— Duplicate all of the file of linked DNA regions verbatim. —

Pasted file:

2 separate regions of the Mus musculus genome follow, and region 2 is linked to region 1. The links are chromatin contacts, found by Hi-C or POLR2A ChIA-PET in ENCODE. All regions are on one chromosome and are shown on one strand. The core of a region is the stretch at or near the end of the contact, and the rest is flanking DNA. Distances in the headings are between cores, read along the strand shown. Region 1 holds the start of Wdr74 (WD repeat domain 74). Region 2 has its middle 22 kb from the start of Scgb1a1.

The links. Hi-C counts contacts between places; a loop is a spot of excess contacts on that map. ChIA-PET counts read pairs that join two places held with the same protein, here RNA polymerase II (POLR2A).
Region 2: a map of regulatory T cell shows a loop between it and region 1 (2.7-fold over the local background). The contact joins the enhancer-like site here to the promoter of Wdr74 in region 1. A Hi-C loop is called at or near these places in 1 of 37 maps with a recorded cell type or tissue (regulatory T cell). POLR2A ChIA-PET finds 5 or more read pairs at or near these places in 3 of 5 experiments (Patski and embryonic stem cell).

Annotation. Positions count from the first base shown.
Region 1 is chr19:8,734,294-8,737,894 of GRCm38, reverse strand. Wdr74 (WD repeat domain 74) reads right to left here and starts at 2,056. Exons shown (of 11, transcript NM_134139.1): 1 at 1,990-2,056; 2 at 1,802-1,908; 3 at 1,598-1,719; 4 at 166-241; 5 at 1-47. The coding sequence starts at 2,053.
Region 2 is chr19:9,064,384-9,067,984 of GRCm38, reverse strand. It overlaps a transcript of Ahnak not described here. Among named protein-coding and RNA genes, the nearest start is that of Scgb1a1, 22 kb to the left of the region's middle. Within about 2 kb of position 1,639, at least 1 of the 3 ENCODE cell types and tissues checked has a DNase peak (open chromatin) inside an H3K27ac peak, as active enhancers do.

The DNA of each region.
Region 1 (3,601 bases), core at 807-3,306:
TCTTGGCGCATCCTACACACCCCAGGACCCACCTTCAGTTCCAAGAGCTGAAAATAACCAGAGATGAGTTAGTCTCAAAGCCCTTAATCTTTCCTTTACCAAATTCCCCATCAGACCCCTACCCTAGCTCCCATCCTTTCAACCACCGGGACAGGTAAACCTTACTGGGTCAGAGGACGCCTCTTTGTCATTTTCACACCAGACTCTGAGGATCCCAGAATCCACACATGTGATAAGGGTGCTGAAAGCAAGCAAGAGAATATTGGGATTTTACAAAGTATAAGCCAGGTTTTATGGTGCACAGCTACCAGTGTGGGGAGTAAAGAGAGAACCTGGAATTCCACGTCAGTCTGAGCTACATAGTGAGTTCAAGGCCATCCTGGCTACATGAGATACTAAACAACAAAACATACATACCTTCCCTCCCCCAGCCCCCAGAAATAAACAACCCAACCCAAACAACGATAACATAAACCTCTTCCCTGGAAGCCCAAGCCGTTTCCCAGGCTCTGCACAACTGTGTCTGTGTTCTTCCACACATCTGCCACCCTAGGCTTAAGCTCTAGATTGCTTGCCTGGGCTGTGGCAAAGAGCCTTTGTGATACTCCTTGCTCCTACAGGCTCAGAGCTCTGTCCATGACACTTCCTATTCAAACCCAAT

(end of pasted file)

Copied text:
2 separate regions of the Mus musculus genome follow, and region 2 is linked to region 1. The links are chromatin contacts, found by Hi-C or POLR2A ChIA-PET in ENCODE. All regions are on one chromosome and are shown on one strand. The core of a region is the stretch at or near the end of the contact, and the rest is flanking DNA. Distances in the headings are between cores, read along the strand shown. Region 1 holds the start of Wdr74 (WD repeat domain 74). Region 2 has its middle 22 kb from the start of Scgb1a1.

The links. Hi-C counts contacts between places; a loop is a spot of excess contacts on that map. ChIA-PET counts read pairs that join two places held with the same protein, here RNA polymerase II (POLR2A).
Region 2: a map of regulatory T cell shows a loop between it and region 1 (2.7-fold over the local background). The contact joins the enhancer-like site here to the promoter of Wdr74 in region 1. A Hi-C loop is called at or near these places in 1 of 37 maps with a recorded cell type or tissue (regulatory T cell). POLR2A ChIA-PET finds 5 or more read pairs at or near these places in 3 of 5 experiments (Patski and embryonic stem cell).

Annotation. Positions count from the first base shown.
Region 1 is chr19:8,734,294-8,737,894 of GRCm38, reverse strand. Wdr74 (WD repeat domain 74) reads right to left here and starts at 2,056. Exons shown (of 11, transcript NM_134139.1): 1 at 1,990-2,056; 2 at 1,802-1,908; 3 at 1,598-1,719; 4 at 166-241; 5 at 1-47. The coding sequence starts at 2,053.
Region 2 is chr19:9,064,384-9,067,984 of GRCm38, reverse strand. It overlaps a transcript of Ahnak not described here. Among named protein-coding and RNA genes, the nearest start is that of Scgb1a1, 22 kb to the left of the region's middle. Within about 2 kb of position 1,639, at least 1 of the 3 ENCODE cell types and tissues checked has a DNase peak (open chromatin) inside an H3K27ac peak, as active enhancers do.

The DNA of each region.
Region 1 (3,601 bases), core at 807-3,306:
TCTTGGCGCATCCTACACACCCCAGGACCCACCTTCAGTTCCAAGAGCTGAAAATAACCAGAGATGAGTTAGTCTCAAAGCCCTTAATCTTTCCTTTACCAAATTCCCCATCAGACCCCTACCCTAGCTCCCATCCTTTCAACCACCGGGACAGGTAAACCTTACTGGGTCAGAGGACGCCTCTTTGTCATTTTCACACCAGACTCTGAGGATCCCAGAATCCACACATGTGATAAGGGTGCTGAAAGCAAGCAAGAGAATATTGGGATTTTACAAAGTATAAGCCAGGTTTTATGGTGCACAGCTACCAGTGTGGGGAGTAAAGAGAGAACCTGGAATTCCACGTCAGTCTGAGCTACATAGTGAGTTCAAGGCCATCCTGGCTACATGAGATACTAAACAACAAAACATACATACCTTCCCTCCCCCAGCCCCCAGAAATAAACAACCCAACCCAAACAACGATAACATAAACCTCTTCCCTGGAAGCCCAAGCCGTTTCCCAGGCTCTGCACAACTGTGTCTGTGTTCTTCCACACATCTGCCACCCTAGGCTTAAGCTCTAGATTGCTTGCCTGGGCTGTGGCAAAGAGCCTTTGTGATACTCCTTGCTCCTACAGGCTCAGAGCTCTGTCCATGACACTTCCTATTCAAACCCAAT